September is National Preparedness Month, and Clark County officials are reminding residents about resources available to help them prepare for emergencies of all types.
"The California earthquake we felt this summer is an important reminder to our residents that emergencies can happen anytime and anywhere, and disaster preparedness begins at home," said Clark County Fire Department Deputy Chief John Steinbeck, who oversees Clark County's Office of Emergency Management. "You should create an emergency supply kit that gets refreshed at least once a year and contains items for you and your family's basic needs for up to ten days, including medication and supplies for your pets."
From Sept. 4 to Sept. 24, free emergency preparedness handouts, booklets and other materials will be available at an outreach exhibit set up in the rotunda on the first floor of the Clark County Government Center, 500 S. Grand Central Pkwy., in downtown Las Vegas. Clark County's Office of Emergency Management also is hosting free lunchtime preparedness seminars for employees and the public on Wednesdays, Sept. 11, 18 and 25, from 12 p.m. to 1 p.m., in the Pueblo Room, located on the first floor of the Government Center. Emergency Management staff also are available to talk to community groups about preparedness throughout the year. For requests, contact the office at (702) 455-5710.
Residents are encouraged to download the free Southern Nevada Community Preparedness App on their smartphones to receive weather alerts, safety tips and other useful information. The app can be downloaded from the Office of Emergency Management's website pages. The app also allows users to develop a personalized emergency plan that includes building a kit tailored to your needs and creating a contact list to help you reconnect with loved ones in the event of an emergency. Residents also can sign up to receive free texts and email alerts through the multi-agency Southern Nevada On the Alert website.
Clark County produced TV public service announcements about emergency preparedness that have been shared with local media and air on Clark County Television (CCTV) and the County's YouTube channel, Facebook, Twitter, NextDoor, LinkedIn and Instragram social media sites. A general PSA provides basic preparedness tips for people and their pets and promotes the Preparedness App. An additional radio and TV PSA created in partnership with the Las Vegas Metropolitan Police Department and the Beasley Broadcast Group encourages the public to report suspicious activity to the local "See Something, Say Something" hotline at (702) 828-8386. The "See Something" campaign was created by the U.S. Department of Homeland Security to encourage residents to report suspicious activity to their local police departments to prevent crime and acts of violence. Citizens calling the "See Something, Say Something" hotline will be asked to report: Who or what they saw, where they saw it, and why the activity or behavior was suspicious?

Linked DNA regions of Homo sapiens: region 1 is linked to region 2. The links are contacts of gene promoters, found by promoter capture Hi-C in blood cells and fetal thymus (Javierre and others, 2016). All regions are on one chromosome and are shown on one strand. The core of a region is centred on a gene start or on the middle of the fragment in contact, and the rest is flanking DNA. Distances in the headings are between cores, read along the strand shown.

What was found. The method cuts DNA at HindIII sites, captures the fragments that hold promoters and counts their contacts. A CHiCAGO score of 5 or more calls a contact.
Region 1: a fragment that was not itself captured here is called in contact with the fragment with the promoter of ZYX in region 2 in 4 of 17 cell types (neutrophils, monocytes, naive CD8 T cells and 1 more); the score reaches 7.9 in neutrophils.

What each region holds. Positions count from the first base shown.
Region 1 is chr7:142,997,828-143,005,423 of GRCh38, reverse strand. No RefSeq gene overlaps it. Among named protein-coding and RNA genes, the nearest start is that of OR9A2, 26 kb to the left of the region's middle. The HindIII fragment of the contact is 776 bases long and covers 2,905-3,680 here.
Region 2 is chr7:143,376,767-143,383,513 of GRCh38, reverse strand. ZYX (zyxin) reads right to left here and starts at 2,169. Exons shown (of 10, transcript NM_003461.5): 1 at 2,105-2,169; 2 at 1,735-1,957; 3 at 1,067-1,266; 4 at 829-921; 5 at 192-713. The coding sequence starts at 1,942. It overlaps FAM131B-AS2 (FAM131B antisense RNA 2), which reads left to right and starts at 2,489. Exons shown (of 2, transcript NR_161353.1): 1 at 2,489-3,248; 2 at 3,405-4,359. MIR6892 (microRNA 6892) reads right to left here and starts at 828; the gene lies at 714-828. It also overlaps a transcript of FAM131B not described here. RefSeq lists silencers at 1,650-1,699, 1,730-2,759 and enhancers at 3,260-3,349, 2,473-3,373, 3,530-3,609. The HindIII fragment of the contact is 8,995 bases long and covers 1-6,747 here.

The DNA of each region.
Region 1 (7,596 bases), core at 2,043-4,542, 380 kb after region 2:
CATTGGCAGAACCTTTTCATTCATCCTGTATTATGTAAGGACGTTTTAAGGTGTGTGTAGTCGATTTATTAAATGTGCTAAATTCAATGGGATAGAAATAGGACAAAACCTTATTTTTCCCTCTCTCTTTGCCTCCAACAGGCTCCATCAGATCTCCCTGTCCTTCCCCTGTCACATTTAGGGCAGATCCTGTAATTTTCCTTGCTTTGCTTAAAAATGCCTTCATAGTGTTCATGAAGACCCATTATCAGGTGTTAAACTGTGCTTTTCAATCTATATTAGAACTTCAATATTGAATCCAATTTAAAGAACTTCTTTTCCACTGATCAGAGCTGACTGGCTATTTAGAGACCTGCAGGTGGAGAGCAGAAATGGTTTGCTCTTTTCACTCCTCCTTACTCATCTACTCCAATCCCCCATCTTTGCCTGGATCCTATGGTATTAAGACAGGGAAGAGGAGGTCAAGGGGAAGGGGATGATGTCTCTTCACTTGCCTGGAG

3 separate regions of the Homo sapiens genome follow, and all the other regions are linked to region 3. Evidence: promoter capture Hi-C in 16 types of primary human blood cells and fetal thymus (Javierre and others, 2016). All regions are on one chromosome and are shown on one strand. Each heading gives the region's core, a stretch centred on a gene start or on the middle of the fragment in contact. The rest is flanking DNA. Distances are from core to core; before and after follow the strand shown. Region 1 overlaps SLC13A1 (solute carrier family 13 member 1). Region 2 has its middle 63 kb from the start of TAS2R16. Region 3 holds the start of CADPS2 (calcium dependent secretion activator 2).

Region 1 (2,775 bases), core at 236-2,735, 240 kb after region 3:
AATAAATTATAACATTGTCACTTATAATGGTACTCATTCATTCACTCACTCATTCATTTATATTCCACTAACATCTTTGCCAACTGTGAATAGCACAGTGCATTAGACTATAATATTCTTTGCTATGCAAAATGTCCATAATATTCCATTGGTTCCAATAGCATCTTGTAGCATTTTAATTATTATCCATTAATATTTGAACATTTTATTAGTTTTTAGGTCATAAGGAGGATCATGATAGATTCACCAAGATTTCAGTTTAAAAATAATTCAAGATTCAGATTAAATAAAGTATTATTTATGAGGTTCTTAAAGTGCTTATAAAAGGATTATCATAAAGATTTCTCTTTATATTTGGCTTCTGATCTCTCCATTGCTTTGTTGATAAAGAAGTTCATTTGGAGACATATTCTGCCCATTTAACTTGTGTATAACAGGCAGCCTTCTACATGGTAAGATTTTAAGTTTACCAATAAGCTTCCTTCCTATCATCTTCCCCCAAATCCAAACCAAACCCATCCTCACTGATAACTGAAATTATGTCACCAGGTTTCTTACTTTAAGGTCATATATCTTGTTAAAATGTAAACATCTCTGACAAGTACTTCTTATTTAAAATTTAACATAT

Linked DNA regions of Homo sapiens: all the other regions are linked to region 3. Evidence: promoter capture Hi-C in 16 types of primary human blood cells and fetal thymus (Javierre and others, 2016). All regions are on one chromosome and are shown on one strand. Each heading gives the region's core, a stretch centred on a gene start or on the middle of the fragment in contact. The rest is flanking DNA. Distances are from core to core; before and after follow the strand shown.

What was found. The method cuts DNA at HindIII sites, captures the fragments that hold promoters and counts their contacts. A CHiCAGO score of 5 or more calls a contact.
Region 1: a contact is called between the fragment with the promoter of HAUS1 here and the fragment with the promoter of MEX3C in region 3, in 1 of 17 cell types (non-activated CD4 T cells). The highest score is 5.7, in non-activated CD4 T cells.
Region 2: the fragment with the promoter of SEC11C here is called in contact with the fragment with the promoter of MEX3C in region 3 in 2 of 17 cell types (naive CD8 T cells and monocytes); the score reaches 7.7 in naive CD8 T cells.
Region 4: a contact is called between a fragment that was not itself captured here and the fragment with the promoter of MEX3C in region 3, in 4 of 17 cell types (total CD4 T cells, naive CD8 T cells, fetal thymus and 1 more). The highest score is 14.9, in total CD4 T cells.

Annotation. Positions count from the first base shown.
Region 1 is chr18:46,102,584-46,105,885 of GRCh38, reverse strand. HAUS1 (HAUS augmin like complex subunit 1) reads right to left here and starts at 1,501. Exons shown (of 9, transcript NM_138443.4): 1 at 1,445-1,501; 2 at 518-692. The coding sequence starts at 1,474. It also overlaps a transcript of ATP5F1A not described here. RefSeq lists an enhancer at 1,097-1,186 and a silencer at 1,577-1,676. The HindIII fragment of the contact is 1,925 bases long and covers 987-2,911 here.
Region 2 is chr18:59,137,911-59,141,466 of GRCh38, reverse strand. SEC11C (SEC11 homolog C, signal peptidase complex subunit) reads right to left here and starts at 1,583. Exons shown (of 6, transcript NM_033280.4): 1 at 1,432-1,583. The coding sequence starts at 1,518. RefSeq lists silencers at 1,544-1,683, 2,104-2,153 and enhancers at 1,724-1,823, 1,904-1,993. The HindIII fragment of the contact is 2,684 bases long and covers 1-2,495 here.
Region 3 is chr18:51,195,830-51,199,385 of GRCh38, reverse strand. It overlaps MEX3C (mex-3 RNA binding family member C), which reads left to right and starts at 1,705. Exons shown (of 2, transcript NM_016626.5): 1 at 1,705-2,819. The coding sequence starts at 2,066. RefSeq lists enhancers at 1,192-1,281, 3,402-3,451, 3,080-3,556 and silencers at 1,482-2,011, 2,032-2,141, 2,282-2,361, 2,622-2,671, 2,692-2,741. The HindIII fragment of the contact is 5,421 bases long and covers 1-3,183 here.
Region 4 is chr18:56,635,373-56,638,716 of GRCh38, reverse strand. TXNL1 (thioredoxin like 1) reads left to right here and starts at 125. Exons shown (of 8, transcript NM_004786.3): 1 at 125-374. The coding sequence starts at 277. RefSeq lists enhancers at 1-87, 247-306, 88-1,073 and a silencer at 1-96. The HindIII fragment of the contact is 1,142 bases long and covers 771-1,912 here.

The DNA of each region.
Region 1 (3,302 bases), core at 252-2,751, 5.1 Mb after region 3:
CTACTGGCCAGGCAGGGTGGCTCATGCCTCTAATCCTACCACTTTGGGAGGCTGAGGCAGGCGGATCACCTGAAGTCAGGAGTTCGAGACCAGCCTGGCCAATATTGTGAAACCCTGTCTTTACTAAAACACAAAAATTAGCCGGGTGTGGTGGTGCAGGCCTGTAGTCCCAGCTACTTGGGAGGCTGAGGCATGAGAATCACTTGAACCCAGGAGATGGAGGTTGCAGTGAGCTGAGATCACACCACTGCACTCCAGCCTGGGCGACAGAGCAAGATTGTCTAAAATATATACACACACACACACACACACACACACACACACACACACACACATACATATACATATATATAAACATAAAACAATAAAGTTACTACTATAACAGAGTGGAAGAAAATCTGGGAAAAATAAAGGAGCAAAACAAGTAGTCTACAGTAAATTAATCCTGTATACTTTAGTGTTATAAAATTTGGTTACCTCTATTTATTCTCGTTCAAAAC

The top hazards identified by emergency managers in Southern Nevada are communicable disease, wildfire, flooding, earthquake and extreme heat. Power outages also can happen sporadically. Officials say the key steps for emergency preparedness are as follows:
1. Get a disaster supply kit. The kit should contain items for you and your family's basic needs for three days to ten days, including food and water, and provisions for infants, medically fragile family members and pets. First build a "go bag" for your car, then work on putting together at least a three-day supply kit, followed by a larger kit. An emergency supply kit for pets should include a leash, carrier, medicines and copies of current vaccination records in case you have to check your pet into a local shelter.
2. Create an emergency plan. Choose a primary and secondary meeting place in case an emergency affects your home or neighborhood, and designate an out-of-state contact for family members to call in case you are separated. Businesses and community organizations should design an emergency plan for employees and conduct safety training, including drills and exercises.
3. Be informed. In an emergency, stay tuned to local TV or radio stations for alerts, instructions, and official notifications. Participate in citizen training opportunities. Volunteer with the Southern Nevada chapter of the American Red Cross and other organizations that perform community assistance during emergencies.
More information about emergency preparedness is available on the County's website at www.ClarkCountyNV.gov on the Office of Emergency Management and the Fire Department's web pages. Other resources include: